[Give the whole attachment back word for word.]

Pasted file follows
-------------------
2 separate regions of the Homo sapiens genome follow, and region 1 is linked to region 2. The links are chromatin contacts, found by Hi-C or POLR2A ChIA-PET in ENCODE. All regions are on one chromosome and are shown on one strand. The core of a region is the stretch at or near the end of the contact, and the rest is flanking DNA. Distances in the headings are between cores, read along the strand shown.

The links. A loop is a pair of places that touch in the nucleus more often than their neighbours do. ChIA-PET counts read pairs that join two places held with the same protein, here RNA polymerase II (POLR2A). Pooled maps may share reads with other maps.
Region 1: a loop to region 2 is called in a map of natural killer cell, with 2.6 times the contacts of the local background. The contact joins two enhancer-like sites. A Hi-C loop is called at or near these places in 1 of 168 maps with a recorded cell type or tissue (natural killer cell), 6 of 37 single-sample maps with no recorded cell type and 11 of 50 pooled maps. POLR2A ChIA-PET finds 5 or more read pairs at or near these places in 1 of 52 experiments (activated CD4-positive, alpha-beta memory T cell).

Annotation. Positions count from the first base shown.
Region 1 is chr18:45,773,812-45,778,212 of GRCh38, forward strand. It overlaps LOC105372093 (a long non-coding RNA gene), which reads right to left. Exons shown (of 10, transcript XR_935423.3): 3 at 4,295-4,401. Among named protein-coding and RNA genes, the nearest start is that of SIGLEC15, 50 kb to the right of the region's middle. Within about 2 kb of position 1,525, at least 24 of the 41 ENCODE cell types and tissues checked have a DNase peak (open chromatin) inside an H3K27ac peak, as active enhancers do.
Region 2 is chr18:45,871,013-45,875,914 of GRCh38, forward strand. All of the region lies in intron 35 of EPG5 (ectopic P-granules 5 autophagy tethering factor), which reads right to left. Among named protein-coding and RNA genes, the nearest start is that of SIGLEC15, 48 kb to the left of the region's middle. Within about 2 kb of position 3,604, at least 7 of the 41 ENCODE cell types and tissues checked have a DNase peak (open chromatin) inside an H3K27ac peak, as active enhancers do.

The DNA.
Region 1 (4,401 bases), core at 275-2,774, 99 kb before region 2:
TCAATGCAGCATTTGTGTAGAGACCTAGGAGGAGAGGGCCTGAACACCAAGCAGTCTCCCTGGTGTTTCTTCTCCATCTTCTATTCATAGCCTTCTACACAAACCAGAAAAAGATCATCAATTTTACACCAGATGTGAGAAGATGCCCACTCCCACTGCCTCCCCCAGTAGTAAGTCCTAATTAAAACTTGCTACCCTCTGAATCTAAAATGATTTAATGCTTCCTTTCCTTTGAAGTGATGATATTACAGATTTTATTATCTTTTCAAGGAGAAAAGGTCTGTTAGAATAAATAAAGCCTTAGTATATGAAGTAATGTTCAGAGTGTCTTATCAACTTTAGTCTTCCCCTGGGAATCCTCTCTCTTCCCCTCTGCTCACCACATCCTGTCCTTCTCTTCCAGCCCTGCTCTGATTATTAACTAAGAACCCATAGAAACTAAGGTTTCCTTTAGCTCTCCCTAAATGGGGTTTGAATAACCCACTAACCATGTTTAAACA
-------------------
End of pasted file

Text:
2 separate regions of the Homo sapiens genome follow, and region 1 is linked to region 2. The links are chromatin contacts, found by Hi-C or POLR2A ChIA-PET in ENCODE. All regions are on one chromosome and are shown on one strand. The core of a region is the stretch at or near the end of the contact, and the rest is flanking DNA. Distances in the headings are between cores, read along the strand shown.

The links. A loop is a pair of places that touch in the nucleus more often than their neighbours do. ChIA-PET counts read pairs that join two places held with the same protein, here RNA polymerase II (POLR2A). Pooled maps may share reads with other maps.
Region 1: a loop to region 2 is called in a map of natural killer cell, with 2.6 times the contacts of the local background. The contact joins two enhancer-like sites. A Hi-C loop is called at or near these places in 1 of 168 maps with a recorded cell type or tissue (natural killer cell), 6 of 37 single-sample maps with no recorded cell type and 11 of 50 pooled maps. POLR2A ChIA-PET finds 5 or more read pairs at or near these places in 1 of 52 experiments (activated CD4-positive, alpha-beta memory T cell).

Annotation. Positions count from the first base shown.
Region 1 is chr18:45,773,812-45,778,212 of GRCh38, forward strand. It overlaps LOC105372093 (a long non-coding RNA gene), which reads right to left. Exons shown (of 10, transcript XR_935423.3): 3 at 4,295-4,401. Among named protein-coding and RNA genes, the nearest start is that of SIGLEC15, 50 kb to the right of the region's middle. Within about 2 kb of position 1,525, at least 24 of the 41 ENCODE cell types and tissues checked have a DNase peak (open chromatin) inside an H3K27ac peak, as active enhancers do.
Region 2 is chr18:45,871,013-45,875,914 of GRCh38, forward strand. All of the region lies in intron 35 of EPG5 (ectopic P-granules 5 autophagy tethering factor), which reads right to left. Among named protein-coding and RNA genes, the nearest start is that of SIGLEC15, 48 kb to the left of the region's middle. Within about 2 kb of position 3,604, at least 7 of the 41 ENCODE cell types and tissues checked have a DNase peak (open chromatin) inside an H3K27ac peak, as active enhancers do.

The DNA.
Region 1 (4,401 bases), core at 275-2,774, 99 kb before region 2:
TCAATGCAGCATTTGTGTAGAGACCTAGGAGGAGAGGGCCTGAACACCAAGCAGTCTCCCTGGTGTTTCTTCTCCATCTTCTATTCATAGCCTTCTACACAAACCAGAAAAAGATCATCAATTTTACACCAGATGTGAGAAGATGCCCACTCCCACTGCCTCCCCCAGTAGTAAGTCCTAATTAAAACTTGCTACCCTCTGAATCTAAAATGATTTAATGCTTCCTTTCCTTTGAAGTGATGATATTACAGATTTTATTATCTTTTCAAGGAGAAAAGGTCTGTTAGAATAAATAAAGCCTTAGTATATGAAGTAATGTTCAGAGTGTCTTATCAACTTTAGTCTTCCCCTGGGAATCCTCTCTCTTCCCCTCTGCTCACCACATCCTGTCCTTCTCTTCCAGCCCTGCTCTGATTATTAACTAAGAACCCATAGAAACTAAGGTTTCCTTTAGCTCTCCCTAAATGGGGTTTGAATAACCCACTAACCATGTTTAAACA